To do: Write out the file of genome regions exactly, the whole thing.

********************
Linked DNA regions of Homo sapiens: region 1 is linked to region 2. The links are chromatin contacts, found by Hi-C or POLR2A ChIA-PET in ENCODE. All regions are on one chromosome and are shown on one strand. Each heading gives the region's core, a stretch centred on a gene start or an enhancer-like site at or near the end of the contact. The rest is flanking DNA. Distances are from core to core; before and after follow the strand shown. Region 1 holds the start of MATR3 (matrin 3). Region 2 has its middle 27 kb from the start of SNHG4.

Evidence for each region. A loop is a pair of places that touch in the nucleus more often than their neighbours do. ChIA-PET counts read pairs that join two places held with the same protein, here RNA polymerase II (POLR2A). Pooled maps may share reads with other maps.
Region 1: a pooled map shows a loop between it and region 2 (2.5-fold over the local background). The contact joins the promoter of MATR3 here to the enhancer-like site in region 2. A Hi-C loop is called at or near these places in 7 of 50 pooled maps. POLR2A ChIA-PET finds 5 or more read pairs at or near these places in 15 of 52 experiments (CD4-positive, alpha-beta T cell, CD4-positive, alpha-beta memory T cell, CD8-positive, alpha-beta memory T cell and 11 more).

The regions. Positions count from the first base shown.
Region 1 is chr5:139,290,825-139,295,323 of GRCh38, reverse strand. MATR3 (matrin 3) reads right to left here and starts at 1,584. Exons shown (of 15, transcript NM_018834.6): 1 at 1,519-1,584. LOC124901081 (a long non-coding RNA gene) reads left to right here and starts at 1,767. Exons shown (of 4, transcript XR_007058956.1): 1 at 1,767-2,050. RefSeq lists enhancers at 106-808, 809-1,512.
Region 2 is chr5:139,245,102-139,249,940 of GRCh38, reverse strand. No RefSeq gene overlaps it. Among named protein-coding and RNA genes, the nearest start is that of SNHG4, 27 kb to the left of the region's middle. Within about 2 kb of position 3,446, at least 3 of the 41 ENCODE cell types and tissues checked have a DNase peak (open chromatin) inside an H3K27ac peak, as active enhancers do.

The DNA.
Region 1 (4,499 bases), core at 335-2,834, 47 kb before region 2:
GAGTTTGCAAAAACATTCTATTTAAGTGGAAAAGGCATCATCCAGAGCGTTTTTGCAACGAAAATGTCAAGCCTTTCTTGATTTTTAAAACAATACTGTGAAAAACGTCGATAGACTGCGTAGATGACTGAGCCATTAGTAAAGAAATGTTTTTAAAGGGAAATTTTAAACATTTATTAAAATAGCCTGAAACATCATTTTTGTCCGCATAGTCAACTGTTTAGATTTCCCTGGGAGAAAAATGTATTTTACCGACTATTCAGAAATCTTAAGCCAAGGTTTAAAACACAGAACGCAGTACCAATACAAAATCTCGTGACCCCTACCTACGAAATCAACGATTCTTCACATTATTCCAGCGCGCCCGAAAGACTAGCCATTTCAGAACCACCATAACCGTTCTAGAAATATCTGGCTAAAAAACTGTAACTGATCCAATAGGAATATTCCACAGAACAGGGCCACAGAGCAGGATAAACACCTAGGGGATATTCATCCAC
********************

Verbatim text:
Linked DNA regions of Homo sapiens: region 1 is linked to region 2. The links are chromatin contacts, found by Hi-C or POLR2A ChIA-PET in ENCODE. All regions are on one chromosome and are shown on one strand. Each heading gives the region's core, a stretch centred on a gene start or an enhancer-like site at or near the end of the contact. The rest is flanking DNA. Distances are from core to core; before and after follow the strand shown. Region 1 holds the start of MATR3 (matrin 3). Region 2 has its middle 27 kb from the start of SNHG4.

Evidence for each region. A loop is a pair of places that touch in the nucleus more often than their neighbours do. ChIA-PET counts read pairs that join two places held with the same protein, here RNA polymerase II (POLR2A). Pooled maps may share reads with other maps.
Region 1: a pooled map shows a loop between it and region 2 (2.5-fold over the local background). The contact joins the promoter of MATR3 here to the enhancer-like site in region 2. A Hi-C loop is called at or near these places in 7 of 50 pooled maps. POLR2A ChIA-PET finds 5 or more read pairs at or near these places in 15 of 52 experiments (CD4-positive, alpha-beta T cell, CD4-positive, alpha-beta memory T cell, CD8-positive, alpha-beta memory T cell and 11 more).

The regions. Positions count from the first base shown.
Region 1 is chr5:139,290,825-139,295,323 of GRCh38, reverse strand. MATR3 (matrin 3) reads right to left here and starts at 1,584. Exons shown (of 15, transcript NM_018834.6): 1 at 1,519-1,584. LOC124901081 (a long non-coding RNA gene) reads left to right here and starts at 1,767. Exons shown (of 4, transcript XR_007058956.1): 1 at 1,767-2,050. RefSeq lists enhancers at 106-808, 809-1,512.
Region 2 is chr5:139,245,102-139,249,940 of GRCh38, reverse strand. No RefSeq gene overlaps it. Among named protein-coding and RNA genes, the nearest start is that of SNHG4, 27 kb to the left of the region's middle. Within about 2 kb of position 3,446, at least 3 of the 41 ENCODE cell types and tissues checked have a DNase peak (open chromatin) inside an H3K27ac peak, as active enhancers do.

The DNA.
Region 1 (4,499 bases), core at 335-2,834, 47 kb before region 2:
GAGTTTGCAAAAACATTCTATTTAAGTGGAAAAGGCATCATCCAGAGCGTTTTTGCAACGAAAATGTCAAGCCTTTCTTGATTTTTAAAACAATACTGTGAAAAACGTCGATAGACTGCGTAGATGACTGAGCCATTAGTAAAGAAATGTTTTTAAAGGGAAATTTTAAACATTTATTAAAATAGCCTGAAACATCATTTTTGTCCGCATAGTCAACTGTTTAGATTTCCCTGGGAGAAAAATGTATTTTACCGACTATTCAGAAATCTTAAGCCAAGGTTTAAAACACAGAACGCAGTACCAATACAAAATCTCGTGACCCCTACCTACGAAATCAACGATTCTTCACATTATTCCAGCGCGCCCGAAAGACTAGCCATTTCAGAACCACCATAACCGTTCTAGAAATATCTGGCTAAAAAACTGTAACTGATCCAATAGGAATATTCCACAGAACAGGGCCACAGAGCAGGATAAACACCTAGGGGATATTCATCCAC